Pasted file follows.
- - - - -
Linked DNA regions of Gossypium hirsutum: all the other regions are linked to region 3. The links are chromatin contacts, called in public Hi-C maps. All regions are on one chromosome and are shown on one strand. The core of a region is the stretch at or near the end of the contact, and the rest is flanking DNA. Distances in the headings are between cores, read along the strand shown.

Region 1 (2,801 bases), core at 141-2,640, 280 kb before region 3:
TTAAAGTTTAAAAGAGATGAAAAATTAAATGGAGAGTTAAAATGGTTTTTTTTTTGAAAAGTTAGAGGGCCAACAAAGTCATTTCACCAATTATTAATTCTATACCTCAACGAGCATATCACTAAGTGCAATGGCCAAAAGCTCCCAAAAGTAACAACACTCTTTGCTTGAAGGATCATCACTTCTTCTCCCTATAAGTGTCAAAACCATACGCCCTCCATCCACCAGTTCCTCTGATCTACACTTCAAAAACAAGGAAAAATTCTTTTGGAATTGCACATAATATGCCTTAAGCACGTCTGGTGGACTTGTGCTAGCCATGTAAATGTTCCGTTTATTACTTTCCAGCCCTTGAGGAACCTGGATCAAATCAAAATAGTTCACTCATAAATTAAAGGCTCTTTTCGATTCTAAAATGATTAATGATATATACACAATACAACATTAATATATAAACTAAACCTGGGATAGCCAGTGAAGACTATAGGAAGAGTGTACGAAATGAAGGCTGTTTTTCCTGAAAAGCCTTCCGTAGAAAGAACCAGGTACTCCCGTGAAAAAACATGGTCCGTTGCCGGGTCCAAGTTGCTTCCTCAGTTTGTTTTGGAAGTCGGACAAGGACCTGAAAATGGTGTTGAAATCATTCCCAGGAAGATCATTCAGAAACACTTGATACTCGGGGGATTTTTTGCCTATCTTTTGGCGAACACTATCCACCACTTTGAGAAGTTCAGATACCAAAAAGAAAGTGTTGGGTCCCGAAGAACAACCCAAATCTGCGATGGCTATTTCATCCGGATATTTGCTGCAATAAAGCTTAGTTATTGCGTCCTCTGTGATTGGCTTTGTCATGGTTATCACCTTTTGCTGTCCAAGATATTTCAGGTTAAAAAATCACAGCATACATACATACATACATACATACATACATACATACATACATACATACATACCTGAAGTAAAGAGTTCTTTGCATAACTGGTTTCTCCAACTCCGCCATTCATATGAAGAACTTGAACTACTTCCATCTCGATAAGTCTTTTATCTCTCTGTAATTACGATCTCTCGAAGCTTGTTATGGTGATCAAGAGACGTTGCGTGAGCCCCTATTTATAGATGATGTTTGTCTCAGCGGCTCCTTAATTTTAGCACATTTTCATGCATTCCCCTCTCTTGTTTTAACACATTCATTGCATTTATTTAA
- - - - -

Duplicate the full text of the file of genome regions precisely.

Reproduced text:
Linked DNA regions of Gossypium hirsutum: all the other regions are linked to region 3. The links are chromatin contacts, called in public Hi-C maps. All regions are on one chromosome and are shown on one strand. The core of a region is the stretch at or near the end of the contact, and the rest is flanking DNA. Distances in the headings are between cores, read along the strand shown.

Region 1 (2,801 bases), core at 141-2,640, 280 kb before region 3:
TTAAAGTTTAAAAGAGATGAAAAATTAAATGGAGAGTTAAAATGGTTTTTTTTTTGAAAAGTTAGAGGGCCAACAAAGTCATTTCACCAATTATTAATTCTATACCTCAACGAGCATATCACTAAGTGCAATGGCCAAAAGCTCCCAAAAGTAACAACACTCTTTGCTTGAAGGATCATCACTTCTTCTCCCTATAAGTGTCAAAACCATACGCCCTCCATCCACCAGTTCCTCTGATCTACACTTCAAAAACAAGGAAAAATTCTTTTGGAATTGCACATAATATGCCTTAAGCACGTCTGGTGGACTTGTGCTAGCCATGTAAATGTTCCGTTTATTACTTTCCAGCCCTTGAGGAACCTGGATCAAATCAAAATAGTTCACTCATAAATTAAAGGCTCTTTTCGATTCTAAAATGATTAATGATATATACACAATACAACATTAATATATAAACTAAACCTGGGATAGCCAGTGAAGACTATAGGAAGAGTGTACGAAATGAAGGCTGTTTTTCCTGAAAAGCCTTCCGTAGAAAGAACCAGGTACTCCCGTGAAAAAACATGGTCCGTTGCCGGGTCCAAGTTGCTTCCTCAGTTTGTTTTGGAAGTCGGACAAGGACCTGAAAATGGTGTTGAAATCATTCCCAGGAAGATCATTCAGAAACACTTGATACTCGGGGGATTTTTTGCCTATCTTTTGGCGAACACTATCCACCACTTTGAGAAGTTCAGATACCAAAAAGAAAGTGTTGGGTCCCGAAGAACAACCCAAATCTGCGATGGCTATTTCATCCGGATATTTGCTGCAATAAAGCTTAGTTATTGCGTCCTCTGTGATTGGCTTTGTCATGGTTATCACCTTTTGCTGTCCAAGATATTTCAGGTTAAAAAATCACAGCATACATACATACATACATACATACATACATACATACATACATACATACATACCTGAAGTAAAGAGTTCTTTGCATAACTGGTTTCTCCAACTCCGCCATTCATATGAAGAACTTGAACTACTTCCATCTCGATAAGTCTTTTATCTCTCTGTAATTACGATCTCTCGAAGCTTGTTATGGTGATCAAGAGACGTTGCGTGAGCCCCTATTTATAGATGATGTTTGTCTCAGCGGCTCCTTAATTTTAGCACATTTTCATGCATTCCCCTCTCTTGTTTTAACACATTCATTGCATTTATTTAA